WASHINGTON: Pacific Air Forces commander Gen. Hawk Carlisle, who has come to serve as a key Pentagon spokesman on Chinese issues, told several hundred insiders that China may be considering creation of two new Air Defense Identification Zones (ADIZ) and warned the rising power against any such move. “You also have potential for either a… Keep reading →
Congress usually does not like it when the military decides to retire a weapon system. A fleet of planes like the A-10 or the U-2, or ships like Ticonderoga cruisers or, for that matter, a military base are all centers of jobs. And Congress doesn’t like it when someone messes around with existing jobs. When… Keep reading →
WASHINGTON: The A-10 Warthog is ugly, tough, lethal, and fairly flexible. Its famous 30mm gun can destroy tanks or other armored vehicles with remarkable efficiency, not to mention enemy troops. Its titanium tub of a cockpit protects the plane’s pilot from most ground fire. Its pilots are trained to fly low and slow and to… Keep reading →
WASHINGTON: You can imagine the whoops at Lockheed Martin’s Bethesda and Fort Worth offices today when the South Korean government dumped Boeing’s F-15 “Silent Eagle” in favor of a stealthy aircraft likely to be the F-35. “Our air force thinks that we need combat capabilities in response to the latest trend of aerospace technology development… Keep reading →
Sitting in the cockpit of her A-10 Warthog somewhere over Florida’s Eglin Air Force Base on Jan. 10, Maj. Olivia Elliott flipped a switch. In an instant her blunt, twin-engine warplane with the 30-millimeter cannon in the nose was transformed. No longer just the Air Force’s most heavily-armed attack jet, now the A-10 was also a flying wireless router, providing Internet connectivity to anyone in range — and with the right password.
The final test of the Network-Tactical, or Net-T, upgrade to the Northrop Grumman LITENING and Lockheed Martin Sniper targeting pods, carried by A-10s and other warplanes, is the latest in a long chain of communications breakthroughs by the U.S. military and the defense industry. Keep reading →
A year has passed since Congress passed and President Obama signed into law the Budget Control Act-the legislation mandating sequestration. Funding cuts that once seemed politically remote now loom large for leaders increasingly anxious about the impact $1.2 trillion in automatic budget reductions will have upon their respective districts and states. An estimated two million jobs at risk is a possibility no lawmaker can ignore.
Sequestration threatens the country’s ability to allow those in uniform to do their jobs. To understand what it means in real terms, look at the Air Force. Over the past decade, the service has been hit with numerous cuts and now the 2013 budget risks pushing airmen over the brink. There comes a point when people simply cannot do more with less. Unless Congress passes a sustainable and viable alternative to the Budget Control Act, challenges arising in the Air Force will be mirrored throughout the Army, Navy and Marine Corps — curtailing the number of key policy options upon which our nation’s leaders depend. Keep reading →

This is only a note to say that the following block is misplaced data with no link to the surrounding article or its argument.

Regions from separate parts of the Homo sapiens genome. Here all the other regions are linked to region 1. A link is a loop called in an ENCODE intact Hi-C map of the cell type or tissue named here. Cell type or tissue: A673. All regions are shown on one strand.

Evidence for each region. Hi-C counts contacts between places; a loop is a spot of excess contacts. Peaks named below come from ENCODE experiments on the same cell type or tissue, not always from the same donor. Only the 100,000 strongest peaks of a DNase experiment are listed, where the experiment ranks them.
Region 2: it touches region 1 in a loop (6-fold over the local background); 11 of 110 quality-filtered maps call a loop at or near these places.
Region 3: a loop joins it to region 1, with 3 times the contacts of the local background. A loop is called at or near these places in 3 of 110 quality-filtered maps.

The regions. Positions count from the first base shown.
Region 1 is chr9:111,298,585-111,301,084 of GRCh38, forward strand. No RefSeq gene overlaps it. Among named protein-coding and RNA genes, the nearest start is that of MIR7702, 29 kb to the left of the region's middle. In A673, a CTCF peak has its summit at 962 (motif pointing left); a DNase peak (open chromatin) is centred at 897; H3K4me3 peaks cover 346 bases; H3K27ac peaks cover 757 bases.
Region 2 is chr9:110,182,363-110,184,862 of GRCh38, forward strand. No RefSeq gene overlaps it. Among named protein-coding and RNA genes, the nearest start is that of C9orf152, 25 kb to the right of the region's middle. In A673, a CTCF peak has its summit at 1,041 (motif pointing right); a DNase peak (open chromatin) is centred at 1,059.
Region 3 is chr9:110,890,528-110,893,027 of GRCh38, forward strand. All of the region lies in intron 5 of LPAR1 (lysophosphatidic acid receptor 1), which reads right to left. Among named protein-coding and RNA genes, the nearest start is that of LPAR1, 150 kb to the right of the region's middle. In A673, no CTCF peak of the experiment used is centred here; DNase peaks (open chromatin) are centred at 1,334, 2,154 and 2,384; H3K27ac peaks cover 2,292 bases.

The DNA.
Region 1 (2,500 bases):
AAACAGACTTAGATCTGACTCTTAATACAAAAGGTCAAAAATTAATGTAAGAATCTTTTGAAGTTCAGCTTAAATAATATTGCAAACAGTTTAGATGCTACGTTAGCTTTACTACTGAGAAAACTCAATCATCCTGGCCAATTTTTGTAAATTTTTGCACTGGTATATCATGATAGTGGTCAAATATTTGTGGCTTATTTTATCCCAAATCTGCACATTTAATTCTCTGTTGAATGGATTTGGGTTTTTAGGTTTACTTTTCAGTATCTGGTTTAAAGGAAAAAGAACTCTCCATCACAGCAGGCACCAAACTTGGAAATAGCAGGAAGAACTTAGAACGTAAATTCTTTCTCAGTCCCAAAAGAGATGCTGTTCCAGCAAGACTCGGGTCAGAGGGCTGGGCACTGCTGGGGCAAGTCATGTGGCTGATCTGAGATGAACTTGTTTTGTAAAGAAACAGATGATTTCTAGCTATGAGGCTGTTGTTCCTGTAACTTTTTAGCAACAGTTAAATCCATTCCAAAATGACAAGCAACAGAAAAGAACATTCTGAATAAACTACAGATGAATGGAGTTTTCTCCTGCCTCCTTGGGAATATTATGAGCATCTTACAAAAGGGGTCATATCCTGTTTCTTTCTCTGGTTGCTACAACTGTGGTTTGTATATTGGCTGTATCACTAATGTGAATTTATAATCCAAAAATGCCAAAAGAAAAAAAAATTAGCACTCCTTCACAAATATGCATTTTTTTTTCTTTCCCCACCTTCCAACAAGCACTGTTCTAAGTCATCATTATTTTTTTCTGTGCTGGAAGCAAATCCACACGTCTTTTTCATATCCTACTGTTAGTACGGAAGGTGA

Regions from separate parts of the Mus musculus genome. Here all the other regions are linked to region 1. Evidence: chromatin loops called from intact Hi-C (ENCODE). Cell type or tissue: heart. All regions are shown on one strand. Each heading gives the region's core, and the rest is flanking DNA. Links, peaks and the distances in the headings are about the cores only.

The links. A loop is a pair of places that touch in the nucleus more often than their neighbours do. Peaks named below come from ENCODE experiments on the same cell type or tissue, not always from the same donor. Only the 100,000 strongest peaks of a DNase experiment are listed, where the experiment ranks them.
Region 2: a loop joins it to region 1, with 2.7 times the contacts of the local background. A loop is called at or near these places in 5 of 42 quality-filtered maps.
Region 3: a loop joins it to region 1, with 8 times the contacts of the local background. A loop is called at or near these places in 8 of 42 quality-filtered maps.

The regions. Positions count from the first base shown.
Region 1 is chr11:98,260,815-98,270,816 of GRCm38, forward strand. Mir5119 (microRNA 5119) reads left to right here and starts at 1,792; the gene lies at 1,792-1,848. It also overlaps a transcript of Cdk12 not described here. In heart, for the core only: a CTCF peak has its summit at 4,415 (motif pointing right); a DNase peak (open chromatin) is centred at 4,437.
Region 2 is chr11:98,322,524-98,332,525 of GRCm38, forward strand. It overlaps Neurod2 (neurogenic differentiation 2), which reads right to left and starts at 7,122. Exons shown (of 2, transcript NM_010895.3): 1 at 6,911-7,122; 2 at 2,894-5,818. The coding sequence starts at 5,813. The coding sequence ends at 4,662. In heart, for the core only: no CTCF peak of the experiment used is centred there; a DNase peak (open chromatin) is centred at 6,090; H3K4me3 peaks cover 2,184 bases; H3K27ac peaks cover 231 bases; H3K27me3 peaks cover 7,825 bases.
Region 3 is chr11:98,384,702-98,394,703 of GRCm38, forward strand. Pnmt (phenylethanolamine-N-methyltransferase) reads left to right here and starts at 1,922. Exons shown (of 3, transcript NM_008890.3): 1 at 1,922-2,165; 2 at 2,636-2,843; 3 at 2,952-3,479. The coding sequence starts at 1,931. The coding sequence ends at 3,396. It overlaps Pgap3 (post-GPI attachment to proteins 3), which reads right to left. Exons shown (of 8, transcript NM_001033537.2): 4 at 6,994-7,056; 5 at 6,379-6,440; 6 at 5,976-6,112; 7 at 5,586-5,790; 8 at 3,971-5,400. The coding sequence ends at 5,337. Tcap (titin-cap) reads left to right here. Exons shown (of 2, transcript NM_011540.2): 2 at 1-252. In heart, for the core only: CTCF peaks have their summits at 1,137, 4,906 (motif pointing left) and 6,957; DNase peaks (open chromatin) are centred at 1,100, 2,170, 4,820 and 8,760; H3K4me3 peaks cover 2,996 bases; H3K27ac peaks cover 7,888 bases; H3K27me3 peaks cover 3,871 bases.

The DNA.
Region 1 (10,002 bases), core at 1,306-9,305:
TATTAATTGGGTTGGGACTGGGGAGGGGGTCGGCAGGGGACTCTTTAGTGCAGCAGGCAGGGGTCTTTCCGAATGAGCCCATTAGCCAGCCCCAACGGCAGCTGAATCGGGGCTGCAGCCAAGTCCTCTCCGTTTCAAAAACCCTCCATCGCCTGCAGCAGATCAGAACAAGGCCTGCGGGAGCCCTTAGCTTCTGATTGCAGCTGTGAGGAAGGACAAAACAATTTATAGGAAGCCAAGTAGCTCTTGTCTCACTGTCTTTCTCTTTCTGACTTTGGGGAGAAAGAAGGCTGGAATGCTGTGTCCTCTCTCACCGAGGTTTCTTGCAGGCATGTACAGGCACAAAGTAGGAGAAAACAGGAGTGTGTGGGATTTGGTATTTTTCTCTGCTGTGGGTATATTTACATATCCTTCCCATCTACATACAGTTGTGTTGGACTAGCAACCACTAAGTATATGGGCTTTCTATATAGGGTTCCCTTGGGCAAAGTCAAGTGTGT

While the active-duty Air Force and the National Guard are at odds over budget cuts in Washington, the relationship seems smoother at Florida’s Eglin Air Force Base, where an Air National Guard officer assigned the an active-duty 33rd Fighter Wing became the first Guard pilot to fly the F-35 Joint Strike Fighter, the controversial product of the Pentagon’s biggest procurement program. Keep reading →
HARTFORD, CT: Aircraft engine maker Pratt & Whitney proudly predicts it will double its revenues this decade from $12 billion in 2010 to $24 billion in 2020 — but the company admits it will have to get through some lean years first. On both the commercial and military sides, key Pratt & Whitney programs are going away, and new engines using new technology for new aircraft are coming online, but there’s a gap before they pick up, a gap that slow economic growth and downsizing defense budgets threaten to lengthen. The single most critical factor: whether the troubled F-35 Joint Strike Fighter materializes more or less on time. Keep reading →
WASHINGTON: The US plays a “dominant role” in keeping the peace in the Pacific, and that’s a good thing, said Singaporean Defense Minister Ng Eng Hen — but the US still needs to cooperate with China, not confront or contain it. That’s the word to the wise from one of America’s closest military partners in the Pacific.
“The US, as a ‘resident power,’ should continue to play its dominant role in maintaining peace and stability in the Asia-Pacific… within the regional security architecture,” Ng said carefully, using a diplomatic term of art — “resident power” — that emphasizes America’s long-standing presence in East Asia. A Scottish-trained surgeon turned politician who took over the Defense Ministry last year, Ng spoke at an event sponsored by the Center for a New American Security, this morning before heading to the Pentagon to meet with Defense Secretary Leon Panetta this afternoon. Keep reading →